"The systems we're working in now are significantly more complex than they were 10 years ago," Parker explains.
Parker offers these suggestions for improving your pharmacy's financial management:
• Establish tight documentation requirements: It's very important to have strict documentation requirements at the front end, Parker says.
"You have these systems built around a clinical information system, and within that framework, you have a formulary of medications associated with it," he explains. "So you need to generate a charge with those, and the documentation of all that is a very important issue."
Pharmacy directors need to outline how they will document and what they'll administer to the patient.
"People want to know why this is on their bill, and they want proof that they were given this medication," Parker says. "Errors are inherent, although barcoding has helped with that."
But barcoding systems need to be maintained because the codes change, and if a barcode is not charging correctly, or if it's connected to the wrong product, then there's a system error, he adds.
"It's not at all uncommon for a health system to have a clinical system and different financial system, and they interface but may not match up correctly," Parker says. "If those financials don't match up correctly, and they're not maintained correctly with proper codes, then you can lose a lot of money."
It's easier and less costly to fix a problem that's quickly discovered than to do a six-month, retrospective review, seeking every incidence of error, he adds.
• Institute internal checkpoints: "You can have Chargemaster do an internal review and have the pharmacy assess the quality of those chargemasters," Parker says.
"Ten to 15 years ago, that wasn't true," he notes. "Financial folks operated independently of the pharmacy."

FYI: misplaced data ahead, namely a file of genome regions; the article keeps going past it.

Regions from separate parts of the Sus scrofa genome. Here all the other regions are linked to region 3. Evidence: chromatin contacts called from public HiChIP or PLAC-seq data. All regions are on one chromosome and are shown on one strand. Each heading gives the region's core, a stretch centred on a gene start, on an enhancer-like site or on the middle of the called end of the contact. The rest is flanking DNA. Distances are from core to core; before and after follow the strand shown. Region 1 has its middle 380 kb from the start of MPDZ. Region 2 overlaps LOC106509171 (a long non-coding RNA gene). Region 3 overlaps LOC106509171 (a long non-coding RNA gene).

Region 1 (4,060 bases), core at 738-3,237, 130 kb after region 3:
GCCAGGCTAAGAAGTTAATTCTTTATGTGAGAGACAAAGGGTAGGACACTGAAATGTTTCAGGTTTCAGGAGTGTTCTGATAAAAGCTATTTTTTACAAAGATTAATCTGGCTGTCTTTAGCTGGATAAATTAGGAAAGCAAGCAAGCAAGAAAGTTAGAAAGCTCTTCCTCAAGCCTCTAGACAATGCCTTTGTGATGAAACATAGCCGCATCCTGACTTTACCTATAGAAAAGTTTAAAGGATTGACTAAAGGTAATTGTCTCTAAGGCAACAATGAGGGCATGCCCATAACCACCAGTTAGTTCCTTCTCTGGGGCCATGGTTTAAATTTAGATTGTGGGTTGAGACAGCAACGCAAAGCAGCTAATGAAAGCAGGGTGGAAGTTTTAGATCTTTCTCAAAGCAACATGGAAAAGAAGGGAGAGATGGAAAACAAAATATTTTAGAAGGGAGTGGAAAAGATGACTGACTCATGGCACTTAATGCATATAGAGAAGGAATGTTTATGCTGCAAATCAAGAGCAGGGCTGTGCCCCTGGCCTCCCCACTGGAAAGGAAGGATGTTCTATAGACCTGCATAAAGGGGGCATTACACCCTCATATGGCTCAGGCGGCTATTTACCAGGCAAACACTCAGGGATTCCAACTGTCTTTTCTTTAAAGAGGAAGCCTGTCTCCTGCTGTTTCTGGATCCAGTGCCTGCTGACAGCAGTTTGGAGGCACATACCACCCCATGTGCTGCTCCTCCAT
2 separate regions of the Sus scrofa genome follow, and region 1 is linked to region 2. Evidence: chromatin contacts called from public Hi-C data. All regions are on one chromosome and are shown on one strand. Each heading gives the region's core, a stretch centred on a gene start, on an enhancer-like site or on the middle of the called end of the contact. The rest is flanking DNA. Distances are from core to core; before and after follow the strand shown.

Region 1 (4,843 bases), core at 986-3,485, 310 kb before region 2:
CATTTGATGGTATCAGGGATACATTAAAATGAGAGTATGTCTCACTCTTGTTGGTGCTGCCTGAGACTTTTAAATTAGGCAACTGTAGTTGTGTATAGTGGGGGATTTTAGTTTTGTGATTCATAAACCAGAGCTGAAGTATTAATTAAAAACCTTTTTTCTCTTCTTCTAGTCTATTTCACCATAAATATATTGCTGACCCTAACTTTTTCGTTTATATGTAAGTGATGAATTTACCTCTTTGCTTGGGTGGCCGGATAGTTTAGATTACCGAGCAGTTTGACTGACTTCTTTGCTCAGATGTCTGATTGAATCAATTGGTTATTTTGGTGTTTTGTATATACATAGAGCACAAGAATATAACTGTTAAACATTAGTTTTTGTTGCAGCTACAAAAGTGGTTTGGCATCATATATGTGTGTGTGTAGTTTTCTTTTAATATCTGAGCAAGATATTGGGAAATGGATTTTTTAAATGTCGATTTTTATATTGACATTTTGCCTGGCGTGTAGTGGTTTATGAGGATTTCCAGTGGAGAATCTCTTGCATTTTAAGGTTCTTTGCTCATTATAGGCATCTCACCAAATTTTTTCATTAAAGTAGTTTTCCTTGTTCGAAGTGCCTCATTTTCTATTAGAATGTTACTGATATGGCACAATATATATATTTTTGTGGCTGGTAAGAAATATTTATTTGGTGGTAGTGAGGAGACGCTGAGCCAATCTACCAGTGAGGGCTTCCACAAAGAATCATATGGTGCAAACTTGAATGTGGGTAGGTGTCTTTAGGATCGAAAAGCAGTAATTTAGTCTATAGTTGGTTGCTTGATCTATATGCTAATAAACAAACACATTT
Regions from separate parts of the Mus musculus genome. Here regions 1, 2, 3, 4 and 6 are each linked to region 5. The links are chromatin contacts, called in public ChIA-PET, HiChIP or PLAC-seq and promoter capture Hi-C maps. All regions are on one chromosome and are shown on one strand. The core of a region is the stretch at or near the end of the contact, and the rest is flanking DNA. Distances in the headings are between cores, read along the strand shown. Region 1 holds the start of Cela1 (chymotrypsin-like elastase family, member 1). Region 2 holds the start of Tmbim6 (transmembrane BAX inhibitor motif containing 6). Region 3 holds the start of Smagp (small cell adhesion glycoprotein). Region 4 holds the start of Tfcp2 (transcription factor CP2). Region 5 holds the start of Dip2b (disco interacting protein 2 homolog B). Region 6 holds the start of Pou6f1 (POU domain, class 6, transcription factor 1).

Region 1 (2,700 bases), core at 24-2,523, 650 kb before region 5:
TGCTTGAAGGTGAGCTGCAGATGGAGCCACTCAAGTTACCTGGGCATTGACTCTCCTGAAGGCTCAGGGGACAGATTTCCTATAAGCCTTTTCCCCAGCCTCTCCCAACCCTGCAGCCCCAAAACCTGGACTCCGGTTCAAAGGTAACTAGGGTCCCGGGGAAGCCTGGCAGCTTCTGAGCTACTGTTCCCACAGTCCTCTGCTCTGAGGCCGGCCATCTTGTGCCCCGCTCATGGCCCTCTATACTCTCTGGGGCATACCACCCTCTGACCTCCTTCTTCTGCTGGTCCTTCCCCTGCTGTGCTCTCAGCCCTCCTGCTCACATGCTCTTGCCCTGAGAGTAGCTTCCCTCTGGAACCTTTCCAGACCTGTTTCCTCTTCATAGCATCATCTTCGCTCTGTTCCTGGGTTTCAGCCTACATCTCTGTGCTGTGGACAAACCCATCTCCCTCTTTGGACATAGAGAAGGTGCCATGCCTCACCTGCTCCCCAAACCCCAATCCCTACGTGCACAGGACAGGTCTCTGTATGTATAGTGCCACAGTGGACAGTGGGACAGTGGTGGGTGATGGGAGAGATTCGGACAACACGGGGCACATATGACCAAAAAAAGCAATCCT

Now it's possible for trained pharmacy and technical staff to conduct checkpoints.
The pharmacy can run a series of daily reports that are screened as far as dollar charges and quantity charges, Parker says.
The pharmacy recently was updating the computer system with the assistance of a staff pharmacist who also is an expert in information technology. Through the pharmacist's work the department discovered a million dollar mistake, Parker says.
"It was a huge mistake simply because a factor was put in incorrectly, and it multiplied every dose by 3,500," Parker explains. "Our screening tool picked it up, by showing us how yesterday we charged X amount for this drug, but today it was charging a million dollars."
Checkpoints also provide some reassurance to health care payers.
Third-party vendors and insurance companies continually are questioning the pharmacy department to make certain products and services were appropriate, Parker says.
"If you're making changes in your electronic system right now, which everyone is, then you need to have an ongoing checkpoint," Parker says.
"The revenue cycle is a piece that is relatively new to pharmacy directors, yet it needs their attention," he says.